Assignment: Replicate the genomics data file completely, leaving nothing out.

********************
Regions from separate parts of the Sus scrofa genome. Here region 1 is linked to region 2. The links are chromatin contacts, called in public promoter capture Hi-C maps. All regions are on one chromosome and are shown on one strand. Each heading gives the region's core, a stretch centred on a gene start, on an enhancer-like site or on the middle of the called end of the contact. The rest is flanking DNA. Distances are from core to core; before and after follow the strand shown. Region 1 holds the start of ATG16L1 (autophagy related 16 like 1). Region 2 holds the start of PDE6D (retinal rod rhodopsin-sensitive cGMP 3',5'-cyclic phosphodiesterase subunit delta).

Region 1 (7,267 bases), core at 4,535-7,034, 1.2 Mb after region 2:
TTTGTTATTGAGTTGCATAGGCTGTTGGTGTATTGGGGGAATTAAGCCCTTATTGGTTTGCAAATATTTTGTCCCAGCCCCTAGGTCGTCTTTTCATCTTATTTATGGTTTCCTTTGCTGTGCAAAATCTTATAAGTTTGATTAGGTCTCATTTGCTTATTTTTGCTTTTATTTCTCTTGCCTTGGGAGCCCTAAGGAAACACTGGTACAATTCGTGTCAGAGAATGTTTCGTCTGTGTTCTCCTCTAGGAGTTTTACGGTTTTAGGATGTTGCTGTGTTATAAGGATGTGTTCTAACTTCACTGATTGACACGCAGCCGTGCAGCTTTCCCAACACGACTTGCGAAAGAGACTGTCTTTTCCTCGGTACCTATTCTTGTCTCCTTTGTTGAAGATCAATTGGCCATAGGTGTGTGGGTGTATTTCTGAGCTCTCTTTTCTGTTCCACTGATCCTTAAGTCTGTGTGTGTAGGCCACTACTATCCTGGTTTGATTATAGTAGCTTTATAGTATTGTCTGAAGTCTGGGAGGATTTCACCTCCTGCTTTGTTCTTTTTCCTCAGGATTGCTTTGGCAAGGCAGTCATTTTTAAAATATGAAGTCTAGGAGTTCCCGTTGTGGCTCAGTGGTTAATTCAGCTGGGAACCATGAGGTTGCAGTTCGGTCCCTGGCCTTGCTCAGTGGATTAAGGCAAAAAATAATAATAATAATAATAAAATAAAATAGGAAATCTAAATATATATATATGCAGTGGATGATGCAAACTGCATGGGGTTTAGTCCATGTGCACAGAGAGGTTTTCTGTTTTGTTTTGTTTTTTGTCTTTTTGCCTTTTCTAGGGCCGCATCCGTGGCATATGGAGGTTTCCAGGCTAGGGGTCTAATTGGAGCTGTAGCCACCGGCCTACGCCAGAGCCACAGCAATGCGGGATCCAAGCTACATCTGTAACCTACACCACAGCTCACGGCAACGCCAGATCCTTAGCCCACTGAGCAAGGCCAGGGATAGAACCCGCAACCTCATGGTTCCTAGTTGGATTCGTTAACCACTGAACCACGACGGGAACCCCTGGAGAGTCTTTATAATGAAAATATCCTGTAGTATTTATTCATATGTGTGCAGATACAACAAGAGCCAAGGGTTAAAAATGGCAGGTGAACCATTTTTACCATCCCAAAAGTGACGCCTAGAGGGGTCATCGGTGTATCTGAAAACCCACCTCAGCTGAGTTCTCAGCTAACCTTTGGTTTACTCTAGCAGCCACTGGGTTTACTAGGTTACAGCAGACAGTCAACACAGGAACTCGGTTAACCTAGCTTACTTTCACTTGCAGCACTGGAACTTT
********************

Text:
Regions from separate parts of the Sus scrofa genome. Here region 1 is linked to region 2. The links are chromatin contacts, called in public promoter capture Hi-C maps. All regions are on one chromosome and are shown on one strand. Each heading gives the region's core, a stretch centred on a gene start, on an enhancer-like site or on the middle of the called end of the contact. The rest is flanking DNA. Distances are from core to core; before and after follow the strand shown. Region 1 holds the start of ATG16L1 (autophagy related 16 like 1). Region 2 holds the start of PDE6D (retinal rod rhodopsin-sensitive cGMP 3',5'-cyclic phosphodiesterase subunit delta).

Region 1 (7,267 bases), core at 4,535-7,034, 1.2 Mb after region 2:
TTTGTTATTGAGTTGCATAGGCTGTTGGTGTATTGGGGGAATTAAGCCCTTATTGGTTTGCAAATATTTTGTCCCAGCCCCTAGGTCGTCTTTTCATCTTATTTATGGTTTCCTTTGCTGTGCAAAATCTTATAAGTTTGATTAGGTCTCATTTGCTTATTTTTGCTTTTATTTCTCTTGCCTTGGGAGCCCTAAGGAAACACTGGTACAATTCGTGTCAGAGAATGTTTCGTCTGTGTTCTCCTCTAGGAGTTTTACGGTTTTAGGATGTTGCTGTGTTATAAGGATGTGTTCTAACTTCACTGATTGACACGCAGCCGTGCAGCTTTCCCAACACGACTTGCGAAAGAGACTGTCTTTTCCTCGGTACCTATTCTTGTCTCCTTTGTTGAAGATCAATTGGCCATAGGTGTGTGGGTGTATTTCTGAGCTCTCTTTTCTGTTCCACTGATCCTTAAGTCTGTGTGTGTAGGCCACTACTATCCTGGTTTGATTATAGTAGCTTTATAGTATTGTCTGAAGTCTGGGAGGATTTCACCTCCTGCTTTGTTCTTTTTCCTCAGGATTGCTTTGGCAAGGCAGTCATTTTTAAAATATGAAGTCTAGGAGTTCCCGTTGTGGCTCAGTGGTTAATTCAGCTGGGAACCATGAGGTTGCAGTTCGGTCCCTGGCCTTGCTCAGTGGATTAAGGCAAAAAATAATAATAATAATAATAAAATAAAATAGGAAATCTAAATATATATATATGCAGTGGATGATGCAAACTGCATGGGGTTTAGTCCATGTGCACAGAGAGGTTTTCTGTTTTGTTTTGTTTTTTGTCTTTTTGCCTTTTCTAGGGCCGCATCCGTGGCATATGGAGGTTTCCAGGCTAGGGGTCTAATTGGAGCTGTAGCCACCGGCCTACGCCAGAGCCACAGCAATGCGGGATCCAAGCTACATCTGTAACCTACACCACAGCTCACGGCAACGCCAGATCCTTAGCCCACTGAGCAAGGCCAGGGATAGAACCCGCAACCTCATGGTTCCTAGTTGGATTCGTTAACCACTGAACCACGACGGGAACCCCTGGAGAGTCTTTATAATGAAAATATCCTGTAGTATTTATTCATATGTGTGCAGATACAACAAGAGCCAAGGGTTAAAAATGGCAGGTGAACCATTTTTACCATCCCAAAAGTGACGCCTAGAGGGGTCATCGGTGTATCTGAAAACCCACCTCAGCTGAGTTCTCAGCTAACCTTTGGTTTACTCTAGCAGCCACTGGGTTTACTAGGTTACAGCAGACAGTCAACACAGGAACTCGGTTAACCTAGCTTACTTTCACTTGCAGCACTGGAACTTT